Mark Hup, UCI economics Ph.D. student, has been awarded the sixth annual Vincent and Elinor Ostrom Prize from the Public Choice Society. The honor is awarded each year to the single best combined paper and presentation by a graduate student - delivered virtually this year at the society's annual meeting. The prize carries a commemorative plaque and $1,000 honorarium sponsored by The Institute for Humane Studies at George Mason University.

Hup’s wining paper, "Corvée Labor and State Expansion in Colonial Indonesia," was selected as one of three finalists among a field of 25 paper entries.

“The Ostrom Prize is an important way for the society to support the success of rising scholars," executive director and past president Edward Lopez said. "It helps identify promising new contributions and advances across many fields of public choice."

In his paper, Hup investigates the historical substitution of forced labor with tax revenues to finance public goods. While forced labor had been used in various settings, governments gradually phased it out in the decades surrounding the turn of the twentieth century. In theory, as a state expands it develops greater administrative capacity to rely on monetary taxation, but it also develops more extractive capacity to continue in-kind taxation of labor. Given a theoretically ambiguous effect, Hup's paper constructs a novel data set of Indonesia (colonial Java) from 1874-1905. At the provincial level, the extractive capacity effect dominates such that as local governments expanded during this period, they tended to rely on more forced labor. However, nationally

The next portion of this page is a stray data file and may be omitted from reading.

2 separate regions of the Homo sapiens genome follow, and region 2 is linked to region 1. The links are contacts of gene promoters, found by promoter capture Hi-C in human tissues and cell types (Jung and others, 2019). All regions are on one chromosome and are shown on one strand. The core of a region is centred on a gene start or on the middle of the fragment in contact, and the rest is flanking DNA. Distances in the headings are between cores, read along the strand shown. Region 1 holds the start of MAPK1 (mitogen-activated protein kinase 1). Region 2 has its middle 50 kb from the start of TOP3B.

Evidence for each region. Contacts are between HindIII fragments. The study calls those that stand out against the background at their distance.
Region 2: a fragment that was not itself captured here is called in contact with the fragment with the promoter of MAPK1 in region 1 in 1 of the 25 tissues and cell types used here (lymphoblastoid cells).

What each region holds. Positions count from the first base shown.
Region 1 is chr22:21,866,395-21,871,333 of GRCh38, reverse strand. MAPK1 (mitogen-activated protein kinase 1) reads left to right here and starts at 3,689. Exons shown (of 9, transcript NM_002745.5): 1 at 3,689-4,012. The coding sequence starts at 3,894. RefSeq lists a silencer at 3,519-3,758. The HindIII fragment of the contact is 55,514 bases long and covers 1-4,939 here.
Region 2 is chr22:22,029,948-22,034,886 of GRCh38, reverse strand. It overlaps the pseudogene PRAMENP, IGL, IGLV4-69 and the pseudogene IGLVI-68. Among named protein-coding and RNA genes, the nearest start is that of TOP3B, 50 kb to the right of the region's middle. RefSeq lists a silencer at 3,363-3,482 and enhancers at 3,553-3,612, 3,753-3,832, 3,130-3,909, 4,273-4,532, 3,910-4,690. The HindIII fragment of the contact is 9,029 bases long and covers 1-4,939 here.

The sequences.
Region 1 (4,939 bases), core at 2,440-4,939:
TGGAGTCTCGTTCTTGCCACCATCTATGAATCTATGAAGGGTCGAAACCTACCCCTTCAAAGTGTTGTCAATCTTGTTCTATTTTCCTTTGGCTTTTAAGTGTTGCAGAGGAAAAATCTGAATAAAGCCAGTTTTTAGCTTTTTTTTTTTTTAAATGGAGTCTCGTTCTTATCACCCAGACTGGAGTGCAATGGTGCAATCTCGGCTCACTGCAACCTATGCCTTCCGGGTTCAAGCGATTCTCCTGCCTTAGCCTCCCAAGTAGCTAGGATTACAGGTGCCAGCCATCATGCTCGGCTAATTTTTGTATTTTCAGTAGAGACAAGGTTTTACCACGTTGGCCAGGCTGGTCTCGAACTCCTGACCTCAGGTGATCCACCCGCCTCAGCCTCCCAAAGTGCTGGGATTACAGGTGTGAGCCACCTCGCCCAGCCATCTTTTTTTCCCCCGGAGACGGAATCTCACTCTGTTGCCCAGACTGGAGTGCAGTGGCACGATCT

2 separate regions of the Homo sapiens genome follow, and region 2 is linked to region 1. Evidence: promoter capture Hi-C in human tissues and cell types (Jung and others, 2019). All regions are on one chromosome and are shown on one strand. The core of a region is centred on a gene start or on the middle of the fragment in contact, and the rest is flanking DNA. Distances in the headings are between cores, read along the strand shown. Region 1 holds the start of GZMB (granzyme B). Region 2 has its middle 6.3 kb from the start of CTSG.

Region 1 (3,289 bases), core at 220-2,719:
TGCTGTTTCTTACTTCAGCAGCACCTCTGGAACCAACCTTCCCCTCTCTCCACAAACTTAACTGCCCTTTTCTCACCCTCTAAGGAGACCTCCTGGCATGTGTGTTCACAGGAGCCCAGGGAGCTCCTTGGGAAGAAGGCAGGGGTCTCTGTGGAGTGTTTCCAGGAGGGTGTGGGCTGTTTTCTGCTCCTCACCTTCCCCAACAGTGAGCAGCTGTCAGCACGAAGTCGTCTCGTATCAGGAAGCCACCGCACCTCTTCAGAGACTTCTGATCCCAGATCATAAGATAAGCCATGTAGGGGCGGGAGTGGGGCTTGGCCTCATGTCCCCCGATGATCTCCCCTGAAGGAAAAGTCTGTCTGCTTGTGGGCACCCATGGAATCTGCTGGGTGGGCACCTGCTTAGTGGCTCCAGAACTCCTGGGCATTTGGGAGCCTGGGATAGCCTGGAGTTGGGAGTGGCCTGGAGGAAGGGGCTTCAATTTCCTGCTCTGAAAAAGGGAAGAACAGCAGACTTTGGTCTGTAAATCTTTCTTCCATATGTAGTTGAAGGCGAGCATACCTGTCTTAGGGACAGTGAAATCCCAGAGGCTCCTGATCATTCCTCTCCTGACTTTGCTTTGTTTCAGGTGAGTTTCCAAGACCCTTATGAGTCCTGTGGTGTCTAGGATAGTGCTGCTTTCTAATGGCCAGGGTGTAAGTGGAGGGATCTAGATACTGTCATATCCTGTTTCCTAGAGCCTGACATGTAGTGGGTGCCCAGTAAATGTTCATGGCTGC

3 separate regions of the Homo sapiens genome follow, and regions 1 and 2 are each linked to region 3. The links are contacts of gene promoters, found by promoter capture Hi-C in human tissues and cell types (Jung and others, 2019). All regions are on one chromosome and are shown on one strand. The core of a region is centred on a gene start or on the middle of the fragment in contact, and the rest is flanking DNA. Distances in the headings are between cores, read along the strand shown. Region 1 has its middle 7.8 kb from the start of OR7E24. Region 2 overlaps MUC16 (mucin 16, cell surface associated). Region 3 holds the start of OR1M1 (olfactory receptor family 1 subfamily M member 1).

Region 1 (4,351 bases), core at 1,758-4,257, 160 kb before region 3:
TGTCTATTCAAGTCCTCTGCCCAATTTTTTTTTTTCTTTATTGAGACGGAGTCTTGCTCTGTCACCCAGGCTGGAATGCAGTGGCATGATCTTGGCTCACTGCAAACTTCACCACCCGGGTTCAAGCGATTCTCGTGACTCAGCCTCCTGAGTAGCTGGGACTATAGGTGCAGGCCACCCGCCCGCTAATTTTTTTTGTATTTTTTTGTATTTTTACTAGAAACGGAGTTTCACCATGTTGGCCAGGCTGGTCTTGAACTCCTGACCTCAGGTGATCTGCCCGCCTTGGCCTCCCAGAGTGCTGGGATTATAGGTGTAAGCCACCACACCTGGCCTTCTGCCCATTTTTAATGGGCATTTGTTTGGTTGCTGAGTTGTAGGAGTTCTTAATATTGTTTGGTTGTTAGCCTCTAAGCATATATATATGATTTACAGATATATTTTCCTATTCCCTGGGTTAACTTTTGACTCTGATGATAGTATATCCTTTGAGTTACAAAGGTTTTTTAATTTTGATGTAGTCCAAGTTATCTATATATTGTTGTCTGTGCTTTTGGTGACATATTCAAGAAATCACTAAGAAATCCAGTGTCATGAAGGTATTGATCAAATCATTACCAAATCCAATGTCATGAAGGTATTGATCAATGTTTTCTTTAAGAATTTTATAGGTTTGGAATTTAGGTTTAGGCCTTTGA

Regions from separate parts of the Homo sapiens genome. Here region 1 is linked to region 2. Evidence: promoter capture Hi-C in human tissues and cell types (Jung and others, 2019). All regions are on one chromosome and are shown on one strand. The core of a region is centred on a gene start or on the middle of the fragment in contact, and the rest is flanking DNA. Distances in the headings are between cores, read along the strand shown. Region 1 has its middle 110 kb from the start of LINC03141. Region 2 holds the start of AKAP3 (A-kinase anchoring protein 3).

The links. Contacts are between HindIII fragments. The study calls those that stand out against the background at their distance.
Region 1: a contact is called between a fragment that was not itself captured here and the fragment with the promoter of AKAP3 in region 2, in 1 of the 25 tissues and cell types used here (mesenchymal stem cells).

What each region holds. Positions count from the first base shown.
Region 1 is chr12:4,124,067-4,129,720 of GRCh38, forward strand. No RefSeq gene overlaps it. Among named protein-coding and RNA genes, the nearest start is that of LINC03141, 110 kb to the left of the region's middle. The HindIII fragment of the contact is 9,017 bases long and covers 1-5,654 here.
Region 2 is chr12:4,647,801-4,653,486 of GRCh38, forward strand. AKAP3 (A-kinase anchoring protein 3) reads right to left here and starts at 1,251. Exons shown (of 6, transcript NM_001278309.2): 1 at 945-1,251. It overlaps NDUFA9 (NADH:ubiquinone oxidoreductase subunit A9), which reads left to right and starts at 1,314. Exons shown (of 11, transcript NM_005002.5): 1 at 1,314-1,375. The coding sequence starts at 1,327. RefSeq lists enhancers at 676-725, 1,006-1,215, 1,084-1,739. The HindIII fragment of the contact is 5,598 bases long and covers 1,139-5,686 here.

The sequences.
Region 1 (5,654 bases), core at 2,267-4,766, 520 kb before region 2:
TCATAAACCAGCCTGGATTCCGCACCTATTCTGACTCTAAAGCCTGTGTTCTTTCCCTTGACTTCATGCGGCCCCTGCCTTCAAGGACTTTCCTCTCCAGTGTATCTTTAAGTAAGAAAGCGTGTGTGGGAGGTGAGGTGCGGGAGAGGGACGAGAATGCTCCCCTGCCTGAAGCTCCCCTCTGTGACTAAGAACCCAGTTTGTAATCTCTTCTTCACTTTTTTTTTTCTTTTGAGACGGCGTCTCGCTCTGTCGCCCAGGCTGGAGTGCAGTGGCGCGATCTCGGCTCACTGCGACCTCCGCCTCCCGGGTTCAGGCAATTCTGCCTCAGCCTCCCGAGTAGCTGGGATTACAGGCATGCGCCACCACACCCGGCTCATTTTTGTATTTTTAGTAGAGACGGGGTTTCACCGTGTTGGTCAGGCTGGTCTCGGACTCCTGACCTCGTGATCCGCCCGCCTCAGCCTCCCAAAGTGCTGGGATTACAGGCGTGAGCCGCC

the use of corvée labor was trending negative during this same period.

National policymakers gained from having more central control over the collection and the allocation of revenue. As both the provincial and national governments expanded in capacity, this tension between extractive and administrative effects played itself out to account for the gradual elimination of forced labor taxation.

Prize co-founder and society past president, Roberta Herzberg, a former collaborator and student of the Ostroms, said “Lin and Vincent would be thrilled by the very high quality and variety of work that was submitted to this year’s prize. The award is an especially appropriate way to honor them and their lifelong commitment to students and scholarship.”

The Public Choice Society is an international, interdisciplinary association of collective action scholars in economics, political
science, law and related disciplines. The society has held annual meetings each year since 1963. Among the society’s 27 past presidents, three have been awarded the Nobel Memorial Prize in Economic Sciences: James Buchanan in 1986, Vernon Smith in 2002, and Elinor Ostrom in 2009.

Vincent and Elinor Ostrom both served as presidents of the society, in 1967-69 and 1982-84 respectively. This prize was established in 2015 to recognize the Ostroms’ ceaseless dedication throughout their careers to working with graduate students, not only on their research skills but equally on their writing and presentation skills.

“Hup's work,” Herzberg said, “and that of so many entries this year, represent what the Ostroms instilled in their students — a
commitment to creative theory, accompanied by careful empirical testing.”

-courtesy of the Public Choice Society



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